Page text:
The Huffington Post recently released a list of leading technologies from Vala Afshar, CMO of Extreme Networks, that are changing the healthcare landscape. Here, we provide some key insights into some of the most important from that list from Business Solutions magazine (BSM) contributors and writers.
- Smartphones. The full extent of the use of smartphones in healthcare environments is still being discovered. With the rise of the importance of data (see number 8) and the development of apps geared specifically toward clinical settings, the opportunities, when it comes to the role that this technology will play in the future is boundless. One of the biggest questions around their use though, has been durability. Rugged devices have ruled the landscape, but still don’t offer the flexibility or power of the more advanced (though less durable) smartphones. The industry is seeing some interesting efforts to combing the best of both worlds, Doug Brown, vertical marketing manager for Honeywell Scanning & Mobility points out in this article.
- Wi-Fi. This has been a staple of the healthcare environment for years, outpacing the use of LAN connections in some facilities. Still though, as is characteristic for the industry, healthcare lags a bit behind in this area, demonstrating a need to wirelessly converge communications and address issues of patient data security and personal device management more thoroughly. Here, Phillip Haritos, senior manager of healthcare solutions for Motorola Solutions covers four reasons healthcare facilities need to take a revamped look at their wireless applications.
- BYOD. The use of personal devices has not shown as big of an impact in healthcare as it has in other industries — which isn’t surprising. The dynamics of using personal devices (from the nature of the information to security issues) is different in healthcare. Still, the BYOD tech trend brings its own challenges to the industry and there are definitely ways for connected solutions providers to capitalize on its growth, reports BSM’s Jay McCall, based on an interview with Dell, AVG, and GFI MAX.
- Government Mandates. HITECH, HIPAA, ICD-10 (and the coming 11) and Meaningful Use — it seems like the flow of regulation changes in healthcare just won’t stop. While this can seem like a speed bump for solutions providers, in reality, it means that their clients need them even more. Most organizations can’t afford to wait and see what changes regulations will bring, and have to be proactive in addressing their IT security needs.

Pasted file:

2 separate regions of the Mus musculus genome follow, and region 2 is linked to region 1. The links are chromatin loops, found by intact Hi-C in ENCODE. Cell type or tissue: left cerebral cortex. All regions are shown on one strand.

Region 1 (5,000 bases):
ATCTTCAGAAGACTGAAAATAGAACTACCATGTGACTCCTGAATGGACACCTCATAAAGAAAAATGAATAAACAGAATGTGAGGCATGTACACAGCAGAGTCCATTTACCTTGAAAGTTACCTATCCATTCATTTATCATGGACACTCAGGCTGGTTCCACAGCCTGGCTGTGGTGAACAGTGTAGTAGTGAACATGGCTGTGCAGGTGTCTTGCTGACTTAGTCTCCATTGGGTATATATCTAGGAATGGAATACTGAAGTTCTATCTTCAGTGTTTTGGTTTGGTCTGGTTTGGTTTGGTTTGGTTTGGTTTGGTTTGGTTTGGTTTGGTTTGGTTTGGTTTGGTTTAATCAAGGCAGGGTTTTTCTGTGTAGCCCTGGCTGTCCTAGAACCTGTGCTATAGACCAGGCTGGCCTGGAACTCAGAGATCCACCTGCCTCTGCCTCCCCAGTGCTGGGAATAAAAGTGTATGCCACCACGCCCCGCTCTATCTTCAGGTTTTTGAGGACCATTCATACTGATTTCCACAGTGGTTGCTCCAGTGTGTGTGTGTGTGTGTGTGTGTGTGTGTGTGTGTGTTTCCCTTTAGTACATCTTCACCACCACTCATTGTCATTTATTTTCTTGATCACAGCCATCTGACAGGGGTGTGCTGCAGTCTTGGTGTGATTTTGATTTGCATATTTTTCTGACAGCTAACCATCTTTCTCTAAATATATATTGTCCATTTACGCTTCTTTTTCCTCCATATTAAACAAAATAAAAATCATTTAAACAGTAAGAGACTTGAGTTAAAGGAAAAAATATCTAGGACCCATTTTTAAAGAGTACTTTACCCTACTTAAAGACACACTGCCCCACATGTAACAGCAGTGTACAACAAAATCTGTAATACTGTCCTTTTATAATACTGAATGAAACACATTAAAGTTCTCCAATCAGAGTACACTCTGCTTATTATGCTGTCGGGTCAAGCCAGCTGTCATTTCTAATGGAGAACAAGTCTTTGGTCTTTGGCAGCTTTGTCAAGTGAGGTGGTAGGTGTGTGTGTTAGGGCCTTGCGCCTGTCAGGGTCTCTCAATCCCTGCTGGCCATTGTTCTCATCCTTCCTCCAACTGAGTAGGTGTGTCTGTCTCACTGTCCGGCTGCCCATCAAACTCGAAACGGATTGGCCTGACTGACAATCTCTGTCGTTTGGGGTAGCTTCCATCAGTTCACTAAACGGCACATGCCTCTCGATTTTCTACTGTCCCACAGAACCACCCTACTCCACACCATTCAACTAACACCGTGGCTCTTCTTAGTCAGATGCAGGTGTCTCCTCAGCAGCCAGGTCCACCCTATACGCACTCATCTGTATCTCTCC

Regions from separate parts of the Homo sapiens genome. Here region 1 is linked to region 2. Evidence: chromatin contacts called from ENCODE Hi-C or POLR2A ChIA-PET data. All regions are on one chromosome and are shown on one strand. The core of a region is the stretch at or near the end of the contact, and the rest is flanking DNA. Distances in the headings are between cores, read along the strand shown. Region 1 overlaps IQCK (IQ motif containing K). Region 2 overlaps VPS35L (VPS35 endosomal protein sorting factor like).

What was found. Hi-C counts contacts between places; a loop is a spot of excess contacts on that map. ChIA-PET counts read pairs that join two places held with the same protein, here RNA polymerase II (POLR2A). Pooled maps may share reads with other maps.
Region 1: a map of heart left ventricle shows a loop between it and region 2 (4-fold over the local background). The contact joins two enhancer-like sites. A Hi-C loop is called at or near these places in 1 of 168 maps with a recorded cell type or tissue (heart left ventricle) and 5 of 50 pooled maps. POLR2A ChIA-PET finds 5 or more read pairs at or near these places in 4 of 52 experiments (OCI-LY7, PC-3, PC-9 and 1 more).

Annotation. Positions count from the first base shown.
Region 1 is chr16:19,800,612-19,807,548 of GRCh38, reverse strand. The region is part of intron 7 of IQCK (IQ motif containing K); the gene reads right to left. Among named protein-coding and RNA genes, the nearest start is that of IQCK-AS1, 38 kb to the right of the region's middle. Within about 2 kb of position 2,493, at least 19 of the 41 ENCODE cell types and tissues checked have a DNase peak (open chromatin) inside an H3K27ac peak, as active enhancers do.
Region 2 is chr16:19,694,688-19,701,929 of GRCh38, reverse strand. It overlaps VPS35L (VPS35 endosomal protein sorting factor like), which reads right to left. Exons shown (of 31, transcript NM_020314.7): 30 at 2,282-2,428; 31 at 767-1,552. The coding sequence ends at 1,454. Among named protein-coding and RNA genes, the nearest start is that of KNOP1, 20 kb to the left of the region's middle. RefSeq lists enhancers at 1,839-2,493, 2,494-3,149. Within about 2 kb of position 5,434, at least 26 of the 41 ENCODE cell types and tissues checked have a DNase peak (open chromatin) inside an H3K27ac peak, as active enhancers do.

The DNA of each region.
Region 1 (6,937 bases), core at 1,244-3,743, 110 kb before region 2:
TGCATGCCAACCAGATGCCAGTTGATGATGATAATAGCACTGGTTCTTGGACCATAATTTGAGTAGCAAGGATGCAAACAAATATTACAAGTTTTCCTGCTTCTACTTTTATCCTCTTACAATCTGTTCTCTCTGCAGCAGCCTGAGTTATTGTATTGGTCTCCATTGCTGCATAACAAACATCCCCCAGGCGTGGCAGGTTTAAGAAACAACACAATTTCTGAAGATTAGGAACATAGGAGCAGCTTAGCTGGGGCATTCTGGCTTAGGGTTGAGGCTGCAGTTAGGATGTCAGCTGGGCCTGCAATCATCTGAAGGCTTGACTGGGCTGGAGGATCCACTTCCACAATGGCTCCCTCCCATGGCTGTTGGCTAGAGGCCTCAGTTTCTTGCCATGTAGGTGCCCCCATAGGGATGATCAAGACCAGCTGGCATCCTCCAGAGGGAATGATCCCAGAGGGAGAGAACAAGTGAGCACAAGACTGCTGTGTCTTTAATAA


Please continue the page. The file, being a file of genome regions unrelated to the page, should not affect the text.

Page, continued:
- VoIP. The advent of VoIP has revolutionized the infrastructure of healthcare for both data and voice traffic. This has proven essential for facilities and other entities where up to date information can literally mean life or death and where 24/7 communication is generally the norm. Combine that with the need for security that is so prevalent with patient data and you’ll see doors opening on new ways to approach the way you sell security to your clients.
- Social. Social media provides unprecedented opportunities to connect with patients, other facilities, and the healthcare community at large. The importance of this advancement cannot be taken for granted — especially considering the sensitivity of patient information and a move toward healthcare that is drive by both patient, and patient population behavior. The industry as a whole is adjusting, and IT will need to follow suit, comments editor-in-chief Mike Monocello.
- Virtualization. Healthcare IT teams have seen new flexibility come from the use of virtualization — all while maintaining high levels of patient care. As The Huffington Post states IaaS and PaaS are “emerging to drive growth the in virtual cloud and virtual storage”. Facilities though, still need considerable help in this area, and McCall reports from an interview with E-Safe Technologies that there are some definite steps you can take in becoming a trusted virtualization advisor within the industry.
- Big Data. It’s safe to say there are few things bigger than the talk of big data in healthcare today. The subject impacts healthcare at levels that range from general security to predicting and managing clinical outcomes through EHR use. The full scope of the impact has yet to be seen, so we recommend taking a look at some of our work covering the role of big data in healthcare here.